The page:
Multimillion-dollar Solana cryptocurrency theft linked to Slope mobile wallet


Earlier this week, thousands of crypto wallets linked to the Solana ecosystem were drained by attackers who used owners’ private keys to steal both Solana (SOL) and USD Coin (USDC). Solana now says that after investigations by developers, ecosystem teams and security auditors, the attack was tied to accounts linked to the Slope mobile wallet app.

A graph created on Dune to track the attacks estimated the amount of cryptocurrencies stolen at just over $ 4 million, from over 9,000 unique wallets.

Slope Finance, which advertises itself as the easiest way to discover Web3 applications from a safe place, released a statement advising all Slope users to create a new portfolio of initial phrases and transfer all assets into this new wallet. The blog post indicates that many of Slope’s employee wallets were also emptied, but notes that hardware wallets (also known as cold wallets, which are not connected to the internet) were not affected.

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This exploit was isolated on a wallet on Solana and the hardware wallets used by Slope remain safe.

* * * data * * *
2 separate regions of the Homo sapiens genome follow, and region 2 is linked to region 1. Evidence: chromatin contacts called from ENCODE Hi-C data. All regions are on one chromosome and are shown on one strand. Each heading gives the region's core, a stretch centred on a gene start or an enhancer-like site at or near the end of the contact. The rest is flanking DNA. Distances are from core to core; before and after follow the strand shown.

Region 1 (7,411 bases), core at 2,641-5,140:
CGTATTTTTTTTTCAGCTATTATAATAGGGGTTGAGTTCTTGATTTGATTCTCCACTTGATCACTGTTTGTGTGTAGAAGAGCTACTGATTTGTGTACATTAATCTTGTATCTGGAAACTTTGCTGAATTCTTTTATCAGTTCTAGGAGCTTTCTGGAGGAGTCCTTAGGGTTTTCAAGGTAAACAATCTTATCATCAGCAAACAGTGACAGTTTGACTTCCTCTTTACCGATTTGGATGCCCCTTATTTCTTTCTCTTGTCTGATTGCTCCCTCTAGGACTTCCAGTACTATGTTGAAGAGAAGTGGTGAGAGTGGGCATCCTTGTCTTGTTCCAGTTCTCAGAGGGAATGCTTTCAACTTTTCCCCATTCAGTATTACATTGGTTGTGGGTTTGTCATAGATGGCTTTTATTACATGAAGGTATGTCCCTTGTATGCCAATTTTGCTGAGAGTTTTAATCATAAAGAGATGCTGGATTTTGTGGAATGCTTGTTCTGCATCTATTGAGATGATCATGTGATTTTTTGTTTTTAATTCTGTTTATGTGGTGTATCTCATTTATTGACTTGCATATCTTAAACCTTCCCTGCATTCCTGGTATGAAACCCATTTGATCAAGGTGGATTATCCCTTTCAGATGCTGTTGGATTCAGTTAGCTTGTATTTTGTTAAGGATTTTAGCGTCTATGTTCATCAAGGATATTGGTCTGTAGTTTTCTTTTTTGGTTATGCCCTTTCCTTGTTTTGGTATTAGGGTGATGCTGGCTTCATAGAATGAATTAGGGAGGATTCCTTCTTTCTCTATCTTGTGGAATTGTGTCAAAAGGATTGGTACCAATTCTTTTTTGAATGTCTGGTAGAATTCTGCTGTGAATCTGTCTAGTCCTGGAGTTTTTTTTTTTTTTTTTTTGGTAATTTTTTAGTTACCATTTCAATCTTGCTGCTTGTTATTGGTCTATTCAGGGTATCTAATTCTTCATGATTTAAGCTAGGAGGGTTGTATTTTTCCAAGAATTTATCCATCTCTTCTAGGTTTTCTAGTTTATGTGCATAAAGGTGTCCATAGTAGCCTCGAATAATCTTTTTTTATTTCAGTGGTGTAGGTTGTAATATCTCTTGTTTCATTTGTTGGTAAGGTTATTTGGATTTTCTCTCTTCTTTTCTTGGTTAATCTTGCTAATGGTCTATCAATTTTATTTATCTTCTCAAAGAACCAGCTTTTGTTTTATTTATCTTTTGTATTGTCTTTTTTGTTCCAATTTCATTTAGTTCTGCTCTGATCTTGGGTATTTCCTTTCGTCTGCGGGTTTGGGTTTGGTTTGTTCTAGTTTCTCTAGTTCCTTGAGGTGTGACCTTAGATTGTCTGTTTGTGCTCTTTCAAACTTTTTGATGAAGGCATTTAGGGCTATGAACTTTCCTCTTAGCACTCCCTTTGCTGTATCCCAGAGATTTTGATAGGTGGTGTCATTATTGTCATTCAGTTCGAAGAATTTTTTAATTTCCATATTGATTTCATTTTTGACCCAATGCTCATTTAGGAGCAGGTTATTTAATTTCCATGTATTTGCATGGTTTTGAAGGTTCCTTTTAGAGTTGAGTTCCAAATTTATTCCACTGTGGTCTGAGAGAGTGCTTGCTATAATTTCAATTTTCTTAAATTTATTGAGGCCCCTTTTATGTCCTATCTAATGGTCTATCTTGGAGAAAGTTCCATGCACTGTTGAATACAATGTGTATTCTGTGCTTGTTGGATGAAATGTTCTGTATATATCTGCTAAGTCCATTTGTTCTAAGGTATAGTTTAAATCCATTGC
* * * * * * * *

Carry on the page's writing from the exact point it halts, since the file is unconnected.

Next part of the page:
Although the exact details of this are still under study, the private key information was inadvertently sent to an application monitoring service. 2/3

Solana State (@SolanaStatus) August 3, 2022

Slope did not provide details on how the attack took place, but strangers have uncovered evidence that the company’s mobile apps transmit users’ private keys unencrypted as part of their registration and telemetry.

In a tweet, Solana Group said: “Details of how this happened are still under investigation, but the private key information was inadvertently passed on to a security monitoring service. Applications.” The company added: There is no evidence that the Solana protocol or its encryption has been compromised.

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Some Solana users who held funds in wallets managed by a third-party Phantom were also hit, but Phantom itself firmly blamed the breach at the Slopes gates.

Phantom has reason to believe the reported exploits stem from complications with importing accounts to and from @slope_finance, the company tweeted. If Phantom users have installed other wallets in the meantime, we recommend that you try moving your assets to a new non-Slope wallet with a new seed phrase.

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